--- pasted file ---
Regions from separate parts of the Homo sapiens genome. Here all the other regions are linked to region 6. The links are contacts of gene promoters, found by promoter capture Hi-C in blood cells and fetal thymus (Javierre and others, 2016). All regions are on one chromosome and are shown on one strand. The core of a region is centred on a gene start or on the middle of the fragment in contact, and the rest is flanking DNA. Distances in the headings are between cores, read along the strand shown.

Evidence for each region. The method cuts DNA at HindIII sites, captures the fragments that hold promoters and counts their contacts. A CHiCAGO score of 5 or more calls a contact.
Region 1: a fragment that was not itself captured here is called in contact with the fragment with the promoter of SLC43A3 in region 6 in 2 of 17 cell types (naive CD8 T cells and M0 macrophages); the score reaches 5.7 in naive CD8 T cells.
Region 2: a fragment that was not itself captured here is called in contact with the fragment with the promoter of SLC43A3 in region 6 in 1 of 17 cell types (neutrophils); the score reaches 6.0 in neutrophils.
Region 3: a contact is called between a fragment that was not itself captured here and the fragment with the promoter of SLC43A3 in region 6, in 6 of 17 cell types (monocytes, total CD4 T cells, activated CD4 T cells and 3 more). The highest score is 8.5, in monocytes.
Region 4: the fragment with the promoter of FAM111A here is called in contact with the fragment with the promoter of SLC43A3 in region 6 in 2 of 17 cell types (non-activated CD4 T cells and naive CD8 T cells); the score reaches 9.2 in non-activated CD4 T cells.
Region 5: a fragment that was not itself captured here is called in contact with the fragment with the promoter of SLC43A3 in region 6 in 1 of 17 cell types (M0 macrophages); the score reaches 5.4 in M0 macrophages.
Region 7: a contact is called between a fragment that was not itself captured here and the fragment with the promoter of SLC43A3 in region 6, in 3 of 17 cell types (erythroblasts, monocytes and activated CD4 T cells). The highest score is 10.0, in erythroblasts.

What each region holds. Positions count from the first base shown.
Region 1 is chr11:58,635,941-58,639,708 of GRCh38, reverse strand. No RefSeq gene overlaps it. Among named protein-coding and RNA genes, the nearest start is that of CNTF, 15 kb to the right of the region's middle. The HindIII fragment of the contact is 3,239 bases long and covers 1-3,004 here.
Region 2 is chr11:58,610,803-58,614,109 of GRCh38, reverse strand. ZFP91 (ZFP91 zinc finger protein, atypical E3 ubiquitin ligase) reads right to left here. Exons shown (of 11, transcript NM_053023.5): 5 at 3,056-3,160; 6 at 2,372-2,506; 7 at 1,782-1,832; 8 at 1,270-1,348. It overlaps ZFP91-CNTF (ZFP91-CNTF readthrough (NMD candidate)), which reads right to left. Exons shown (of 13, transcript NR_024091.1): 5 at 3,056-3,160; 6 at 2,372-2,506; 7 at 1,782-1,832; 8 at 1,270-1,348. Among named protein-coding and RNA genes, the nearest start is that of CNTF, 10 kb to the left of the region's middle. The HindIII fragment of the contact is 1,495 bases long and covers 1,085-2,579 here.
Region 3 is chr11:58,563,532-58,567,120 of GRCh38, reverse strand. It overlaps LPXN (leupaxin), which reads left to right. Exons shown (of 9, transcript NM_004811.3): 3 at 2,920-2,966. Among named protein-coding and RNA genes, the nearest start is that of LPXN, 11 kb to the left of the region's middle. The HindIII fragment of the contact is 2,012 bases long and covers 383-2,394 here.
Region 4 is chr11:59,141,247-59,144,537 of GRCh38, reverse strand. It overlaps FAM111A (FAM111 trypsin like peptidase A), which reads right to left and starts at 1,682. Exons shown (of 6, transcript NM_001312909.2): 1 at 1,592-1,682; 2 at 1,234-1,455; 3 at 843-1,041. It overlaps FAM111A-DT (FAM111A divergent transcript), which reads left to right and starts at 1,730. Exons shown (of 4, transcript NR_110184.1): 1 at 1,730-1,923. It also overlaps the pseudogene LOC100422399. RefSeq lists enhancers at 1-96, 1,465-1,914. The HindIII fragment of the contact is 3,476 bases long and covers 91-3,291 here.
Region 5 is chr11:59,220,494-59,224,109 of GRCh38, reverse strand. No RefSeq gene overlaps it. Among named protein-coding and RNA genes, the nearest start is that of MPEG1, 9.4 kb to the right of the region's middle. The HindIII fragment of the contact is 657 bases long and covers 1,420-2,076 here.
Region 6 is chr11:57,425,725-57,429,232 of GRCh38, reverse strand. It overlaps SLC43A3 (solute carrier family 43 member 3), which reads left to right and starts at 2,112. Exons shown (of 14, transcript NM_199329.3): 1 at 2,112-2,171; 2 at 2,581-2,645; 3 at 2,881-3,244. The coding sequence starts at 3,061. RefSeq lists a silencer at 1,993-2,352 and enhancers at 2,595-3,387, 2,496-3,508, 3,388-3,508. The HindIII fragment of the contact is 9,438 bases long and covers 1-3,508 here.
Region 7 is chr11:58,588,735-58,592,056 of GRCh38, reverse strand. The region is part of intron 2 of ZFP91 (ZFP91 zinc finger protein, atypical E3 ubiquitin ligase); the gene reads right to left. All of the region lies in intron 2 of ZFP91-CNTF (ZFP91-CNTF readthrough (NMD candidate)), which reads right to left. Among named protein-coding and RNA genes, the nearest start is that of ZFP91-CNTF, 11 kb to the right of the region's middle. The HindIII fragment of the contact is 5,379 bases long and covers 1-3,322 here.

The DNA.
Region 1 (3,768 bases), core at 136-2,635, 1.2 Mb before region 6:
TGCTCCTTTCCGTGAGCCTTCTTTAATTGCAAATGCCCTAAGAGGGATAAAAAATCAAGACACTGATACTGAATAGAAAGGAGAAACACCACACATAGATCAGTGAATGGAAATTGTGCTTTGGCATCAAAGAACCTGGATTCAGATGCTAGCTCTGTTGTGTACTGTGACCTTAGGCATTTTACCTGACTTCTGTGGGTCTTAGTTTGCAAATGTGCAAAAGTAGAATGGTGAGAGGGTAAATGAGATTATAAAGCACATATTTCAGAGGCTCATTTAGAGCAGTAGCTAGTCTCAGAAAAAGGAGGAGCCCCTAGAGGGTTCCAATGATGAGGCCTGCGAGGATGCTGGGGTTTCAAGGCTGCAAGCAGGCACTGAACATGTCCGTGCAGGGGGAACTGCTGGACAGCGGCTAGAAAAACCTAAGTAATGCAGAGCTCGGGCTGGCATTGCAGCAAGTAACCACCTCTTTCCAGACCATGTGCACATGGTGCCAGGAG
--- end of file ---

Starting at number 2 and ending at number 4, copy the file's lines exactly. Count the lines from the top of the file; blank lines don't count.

Evidence for each region. The method cuts DNA at HindIII sites, captures the fragments that hold promoters and counts their contacts. A CHiCAGO score of 5 or more calls a contact.
Region 1: a fragment that was not itself captured here is called in contact with the fragment with the promoter of SLC43A3 in region 6 in 2 of 17 cell types (naive CD8 T cells and M0 macrophages); the score reaches 5.7 in naive CD8 T cells.
Region 2: a fragment that was not itself captured here is called in contact with the fragment with the promoter of SLC43A3 in region 6 in 1 of 17 cell types (neutrophils); the score reaches 6.0 in neutrophils.